"Kiss Tha Game Goodbye"
Given Jadakiss' musical rmit's no surprise that fans were eager to check out his debut solo CD. Not only is Jada a prominent associate of the all-star rap supergroup Ruff Ryders trading verses with platinum artists Eve and DMX, backed by roducer Swizz Beatz he's also a founding member of The Lox, whose high-profile departure from Puff Daddy's Bad Boy Records made the group members overnight ghetto superstars. Launched by the sputtering single "Put Ya Hands Up," Jada's latest, "Kiss Tha Game Goodbye," debuted at No. 5 upon release. "Hands" actually proves to be one of the disc's less-interesting offerings. Better is the verbal firepower found on the brilliantly titled "Jada's Got a Gun," where the MC peels off a whole arsenal of brain-bending verses like he wrote them in his sleep. Sure every gangsta rapper out there has taken this lyrical path before, but few walk it with Jada's evocative style. "As a young boy/Always carried a cap gun/And fell in love with it/First time I clap one," Jada boasts like hip-hop's answer to Huckleberry Finn. Swizz Beatz, DJ Premier and Timbaland are but a handful of the producers manning the boards on "Game," and the results are predictably booming. Of course, rap's all-stars also make appearances, including Nas, Snoop Dogg and nearly everyone from the Ruff Ryders and Lox crews. For the most part it's fun, but one can't help the creeping sensation of familiarity. Dull between-song skits, unforgivably clichlyrics ("Get money like it grow on trees,") and horrid musical choices (Michael MacDonald's drabfest "I Keep Forgetting [We're Not In Love Anymore,"] is sampled on "Kiss is Spittin") drag down the proceedings, but Jada usually makes up for it with his uncanny knack for pulling lines out of thin air with the deftness of a master magician: "I do a lot of reading/And only eat pasta/Shrimp fettucini/And penne alla vacca," he deadpans with delicious comedic timing. For that line alone, Jada probably deserves a thumbs up.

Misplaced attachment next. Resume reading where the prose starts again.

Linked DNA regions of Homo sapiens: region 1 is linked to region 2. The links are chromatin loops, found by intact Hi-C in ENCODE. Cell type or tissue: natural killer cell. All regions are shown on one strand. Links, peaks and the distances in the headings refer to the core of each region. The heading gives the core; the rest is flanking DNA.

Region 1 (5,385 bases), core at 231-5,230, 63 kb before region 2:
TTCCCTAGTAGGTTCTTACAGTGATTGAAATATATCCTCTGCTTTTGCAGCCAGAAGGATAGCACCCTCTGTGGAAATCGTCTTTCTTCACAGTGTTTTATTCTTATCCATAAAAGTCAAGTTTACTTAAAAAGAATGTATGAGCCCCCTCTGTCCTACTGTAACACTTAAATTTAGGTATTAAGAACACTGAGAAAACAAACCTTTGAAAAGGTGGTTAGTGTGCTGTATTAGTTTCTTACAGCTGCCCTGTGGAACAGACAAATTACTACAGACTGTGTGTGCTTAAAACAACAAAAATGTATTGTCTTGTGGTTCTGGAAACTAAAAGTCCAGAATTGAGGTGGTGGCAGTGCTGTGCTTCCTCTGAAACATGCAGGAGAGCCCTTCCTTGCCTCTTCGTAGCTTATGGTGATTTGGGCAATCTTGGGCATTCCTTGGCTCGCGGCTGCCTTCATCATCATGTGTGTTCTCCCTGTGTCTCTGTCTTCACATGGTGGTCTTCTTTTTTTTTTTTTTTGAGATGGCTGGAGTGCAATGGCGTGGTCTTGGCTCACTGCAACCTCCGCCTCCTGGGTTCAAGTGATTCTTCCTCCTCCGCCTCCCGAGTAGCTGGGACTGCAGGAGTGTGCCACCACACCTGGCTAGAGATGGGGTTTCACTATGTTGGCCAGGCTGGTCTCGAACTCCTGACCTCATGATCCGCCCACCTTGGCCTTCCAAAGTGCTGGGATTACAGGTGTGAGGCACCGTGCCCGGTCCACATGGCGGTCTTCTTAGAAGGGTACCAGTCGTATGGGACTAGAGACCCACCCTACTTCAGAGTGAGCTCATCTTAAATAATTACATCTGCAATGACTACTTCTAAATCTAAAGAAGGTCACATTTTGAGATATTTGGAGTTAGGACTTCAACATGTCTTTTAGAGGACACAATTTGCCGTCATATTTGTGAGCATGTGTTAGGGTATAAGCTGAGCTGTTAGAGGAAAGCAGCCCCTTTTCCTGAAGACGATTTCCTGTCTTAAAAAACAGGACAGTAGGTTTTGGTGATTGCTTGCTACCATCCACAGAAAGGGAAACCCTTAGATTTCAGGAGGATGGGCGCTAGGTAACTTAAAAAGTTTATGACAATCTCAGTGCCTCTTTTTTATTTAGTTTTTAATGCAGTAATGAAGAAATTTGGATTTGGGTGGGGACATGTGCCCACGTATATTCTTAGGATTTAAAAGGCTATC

The Isley Brothers
The original incarnation of The Isley Brothers enjoyed a fairly successful career as an R&B; vocal group in the '50s and '60s. The band wrote and recorded classics like "Shout!," "This Old Heart of Mine" and "Twist and Shout," and a young Jimi Hendrix began his music career as the group's guitarist. In the '70s, the Isley's were reborn as one of the funkiest outfits this side of Parliament, producing a slew of fantastic records and revitalizing their career. "It's Your Thing," "Who's That Lady" and "For the Love of You" were just a few of the better known tracks cranked out by the retooled Isleys, which added younger brothers Ernie and Marvin to inject some new blood. The '80s proved to be lean years, but heavy hip-hop sampling including Ice Cube's massive hit "It Was a Good Day," which took its backing track from the Isley's "Between the Sheets" helped reignite the band's career. Still, after more than 40 albums and four decades in the industry, even the Isleys had to be in shock when their latest release "Eternal" entered the pop charts at No. 3, simultaneously topping the R&B; charts at No. 1. "Eternal" probably won't have an extended shelf life, and with only two Isleys left (vocalist Ronald and guitarist Ernie) the "band" is sailing at half-mast. But Ronald, who's adopted the goofy nickname Mr. Biggs for no apparent reason, still has the buttercream voice that was at the forefront of the group's '70s lineup. On "Secret Lover" (the requisite sex-'em-up number) his supple throat handily overcomes the bawdy lyrics, soaring into highs and swooping into lows with effortless grace. Dumb nickname or not, Ronald is the real deal: a soul singer who can eat guys like Usher for breakfast and still have plenty of room for seconds. Musically, brother Ernie's Hendrix-like guitar playing is all over the tracks, only with less interesting results. Though the axeman has never received his proper critical due, Ernie has an annoying tendency to overplay and refuses to alter his trademark tone from song-to-song. Ernie's distorted, echoey sound dates all the way back to '70s classics like "Voyage to Atlantis," but it doesn't seem to have changed one iota since then. That's not necessarily a bad thing, but it would be interesting to hear the guitarist experiment once in a while. Breaking new musical ground isn't the point of "Eternal," though. Instead, the point is to recreate, as much as possible, the formula that made the group famous. That is more than accomplished here, but those looking to include some Isleys on their listening menu would be better off checking out (or rediscovering) those untouchable '70s classics.